Now, occasionally, I will see someone who just decides to circumvent the rules and use some shortcut, but as regulations get bigger and bigger, I see a considerable challenge for anyone trying to cut corners. Institutions like the Securities and Exchange Commission and others are, no doubt, going to come through and make it very difficult to invest in ICOs.
I had one guy come seeking my help because, as he told me, he was losing millions of dollars in opportunities by not being able to buy these coins via ICOs because they will not accept US citizens – they simply pose too much of a risk when it comes to compliance with tax laws and other regulations.
2. Tax Exposure
If you can bypass the first challenge and manage to get into crypto deals as a US citizen – or if you have simply already invested in crypto – you will definitely experience tax exposure.
Now, this is not an article for the crypto-anarchists who plan on keeping everything offline and living in their basement. But, if you are looking to take your cryptos and have them on the exchange, turn them into other kinds of wealth, buy real estate, and facilitate other investments, governments are really stepping up enforcement on taxes.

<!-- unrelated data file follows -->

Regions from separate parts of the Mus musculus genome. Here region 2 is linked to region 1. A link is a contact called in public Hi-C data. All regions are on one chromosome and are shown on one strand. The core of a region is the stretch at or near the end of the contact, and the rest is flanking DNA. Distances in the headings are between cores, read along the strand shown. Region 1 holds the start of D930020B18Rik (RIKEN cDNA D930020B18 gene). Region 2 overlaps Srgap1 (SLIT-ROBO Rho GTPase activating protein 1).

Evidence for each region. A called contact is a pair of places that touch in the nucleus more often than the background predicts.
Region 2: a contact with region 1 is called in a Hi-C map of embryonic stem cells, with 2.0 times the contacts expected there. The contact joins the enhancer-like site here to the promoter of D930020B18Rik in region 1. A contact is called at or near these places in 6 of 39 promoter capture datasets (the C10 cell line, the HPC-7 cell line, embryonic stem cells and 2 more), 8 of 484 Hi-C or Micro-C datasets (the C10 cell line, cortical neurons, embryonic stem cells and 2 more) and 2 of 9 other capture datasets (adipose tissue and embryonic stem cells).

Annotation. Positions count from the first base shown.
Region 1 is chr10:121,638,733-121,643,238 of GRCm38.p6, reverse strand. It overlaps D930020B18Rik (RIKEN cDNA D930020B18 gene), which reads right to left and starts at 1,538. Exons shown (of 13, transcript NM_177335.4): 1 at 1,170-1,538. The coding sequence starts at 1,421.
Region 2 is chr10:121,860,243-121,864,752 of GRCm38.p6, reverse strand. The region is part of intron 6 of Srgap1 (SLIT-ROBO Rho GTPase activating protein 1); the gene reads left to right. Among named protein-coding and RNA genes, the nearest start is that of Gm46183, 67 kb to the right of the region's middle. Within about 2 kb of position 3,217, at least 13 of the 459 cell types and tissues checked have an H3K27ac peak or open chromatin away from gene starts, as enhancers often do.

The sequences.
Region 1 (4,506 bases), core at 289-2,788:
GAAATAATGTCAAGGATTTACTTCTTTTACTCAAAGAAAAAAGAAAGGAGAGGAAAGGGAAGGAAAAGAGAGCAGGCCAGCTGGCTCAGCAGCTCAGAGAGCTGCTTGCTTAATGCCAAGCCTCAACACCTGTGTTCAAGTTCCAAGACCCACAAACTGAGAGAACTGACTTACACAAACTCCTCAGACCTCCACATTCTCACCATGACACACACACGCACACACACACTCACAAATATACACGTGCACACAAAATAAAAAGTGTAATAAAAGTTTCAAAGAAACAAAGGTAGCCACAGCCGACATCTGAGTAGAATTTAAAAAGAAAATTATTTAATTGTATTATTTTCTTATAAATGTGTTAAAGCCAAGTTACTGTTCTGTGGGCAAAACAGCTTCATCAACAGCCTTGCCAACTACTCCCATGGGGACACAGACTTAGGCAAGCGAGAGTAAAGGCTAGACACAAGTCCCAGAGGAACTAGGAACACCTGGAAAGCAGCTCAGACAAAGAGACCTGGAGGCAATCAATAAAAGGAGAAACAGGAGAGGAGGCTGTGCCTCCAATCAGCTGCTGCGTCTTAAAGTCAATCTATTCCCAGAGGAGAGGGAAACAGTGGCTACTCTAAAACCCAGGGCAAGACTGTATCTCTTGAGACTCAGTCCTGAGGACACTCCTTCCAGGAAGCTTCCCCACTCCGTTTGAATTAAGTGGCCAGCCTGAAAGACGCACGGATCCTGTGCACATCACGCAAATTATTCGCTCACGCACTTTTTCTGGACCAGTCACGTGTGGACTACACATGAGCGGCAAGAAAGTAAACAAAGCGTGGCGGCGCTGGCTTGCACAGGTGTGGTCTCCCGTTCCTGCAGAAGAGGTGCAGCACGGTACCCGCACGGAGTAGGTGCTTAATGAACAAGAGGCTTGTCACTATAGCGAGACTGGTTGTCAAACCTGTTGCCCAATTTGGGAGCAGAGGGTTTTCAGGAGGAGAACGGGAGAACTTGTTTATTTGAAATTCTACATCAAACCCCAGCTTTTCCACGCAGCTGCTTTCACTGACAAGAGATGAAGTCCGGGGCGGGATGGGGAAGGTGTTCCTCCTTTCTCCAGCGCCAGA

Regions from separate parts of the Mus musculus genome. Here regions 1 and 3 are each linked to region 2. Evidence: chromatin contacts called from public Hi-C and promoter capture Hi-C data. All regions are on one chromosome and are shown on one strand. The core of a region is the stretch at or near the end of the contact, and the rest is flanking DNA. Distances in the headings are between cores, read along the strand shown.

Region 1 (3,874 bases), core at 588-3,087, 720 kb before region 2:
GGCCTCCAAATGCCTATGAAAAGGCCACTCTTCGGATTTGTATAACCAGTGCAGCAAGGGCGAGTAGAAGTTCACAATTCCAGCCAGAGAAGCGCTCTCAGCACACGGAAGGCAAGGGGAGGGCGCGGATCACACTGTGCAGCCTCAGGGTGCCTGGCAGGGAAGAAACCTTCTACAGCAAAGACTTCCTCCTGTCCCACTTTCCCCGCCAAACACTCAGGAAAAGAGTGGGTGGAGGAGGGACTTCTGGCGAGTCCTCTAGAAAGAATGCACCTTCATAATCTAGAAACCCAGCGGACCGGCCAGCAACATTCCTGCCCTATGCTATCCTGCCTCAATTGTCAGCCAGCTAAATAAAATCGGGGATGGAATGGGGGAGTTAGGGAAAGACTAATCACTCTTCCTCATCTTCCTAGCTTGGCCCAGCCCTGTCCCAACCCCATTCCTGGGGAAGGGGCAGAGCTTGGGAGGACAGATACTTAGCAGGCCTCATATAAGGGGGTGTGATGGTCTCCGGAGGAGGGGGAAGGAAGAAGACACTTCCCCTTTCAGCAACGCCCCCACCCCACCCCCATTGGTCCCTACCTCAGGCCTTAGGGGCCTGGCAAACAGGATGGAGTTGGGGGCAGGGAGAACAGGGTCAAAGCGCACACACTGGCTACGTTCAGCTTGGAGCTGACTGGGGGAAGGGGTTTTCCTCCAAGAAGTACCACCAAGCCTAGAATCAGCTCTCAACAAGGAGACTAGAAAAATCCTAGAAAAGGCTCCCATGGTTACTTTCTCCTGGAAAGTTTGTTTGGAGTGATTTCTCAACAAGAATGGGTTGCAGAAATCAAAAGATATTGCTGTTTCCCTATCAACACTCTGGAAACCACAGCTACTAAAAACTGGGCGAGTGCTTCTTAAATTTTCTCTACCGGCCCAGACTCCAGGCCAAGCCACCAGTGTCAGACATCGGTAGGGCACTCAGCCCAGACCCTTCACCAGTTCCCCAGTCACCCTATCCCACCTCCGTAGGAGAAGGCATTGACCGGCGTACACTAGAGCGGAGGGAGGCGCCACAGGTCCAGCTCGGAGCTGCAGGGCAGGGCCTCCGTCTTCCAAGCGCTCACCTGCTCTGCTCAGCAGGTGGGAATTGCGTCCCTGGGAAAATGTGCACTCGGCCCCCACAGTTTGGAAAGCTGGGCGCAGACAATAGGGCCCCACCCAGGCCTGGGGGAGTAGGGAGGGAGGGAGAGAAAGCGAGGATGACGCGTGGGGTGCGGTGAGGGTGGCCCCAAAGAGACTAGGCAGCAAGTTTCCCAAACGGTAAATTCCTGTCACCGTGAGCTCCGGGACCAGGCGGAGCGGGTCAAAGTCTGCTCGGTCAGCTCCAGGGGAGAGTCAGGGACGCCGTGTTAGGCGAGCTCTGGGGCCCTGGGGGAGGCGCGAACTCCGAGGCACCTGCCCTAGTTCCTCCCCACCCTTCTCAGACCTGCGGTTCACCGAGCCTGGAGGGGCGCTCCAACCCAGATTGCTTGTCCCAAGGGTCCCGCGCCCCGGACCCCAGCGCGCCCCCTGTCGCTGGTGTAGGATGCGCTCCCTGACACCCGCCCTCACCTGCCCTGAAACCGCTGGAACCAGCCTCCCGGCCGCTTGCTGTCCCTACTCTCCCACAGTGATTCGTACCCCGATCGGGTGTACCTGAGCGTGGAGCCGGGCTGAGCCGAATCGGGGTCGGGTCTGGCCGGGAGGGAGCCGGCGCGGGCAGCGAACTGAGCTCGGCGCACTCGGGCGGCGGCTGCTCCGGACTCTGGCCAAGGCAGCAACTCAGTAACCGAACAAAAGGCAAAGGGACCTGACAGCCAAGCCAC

You’ve seen what happened with CoinDesk and the IRS where there’s a lot more information sharing going on – that has been a global trend for years in the offshore industry as a whole. There is simply more information sharing as governments have become much more aggressive against banks and many other institutions.
So, it is no surprise that we are seeing more and more regulation with many of these exchanges.
For the survival of cryptocurrency, I believe that many of them will cooperate and a lot of people are going to get a knock on their door as very little cryptocurrency capital gains or trading profits have actually been reported on taxes up to this point.
So, again, for US citizens, if you are trading or earning capital gains, it doesn’t matter where in the world you live, you are going to pay tax on those profits as a US citizen.
Unfortunately, the only real option available to US citizens who want to eliminate this taxation is to give up their US citizenship. Having a second passport gives you the option to renounce and “go where you’re treated best” to a country where they don’t tax you.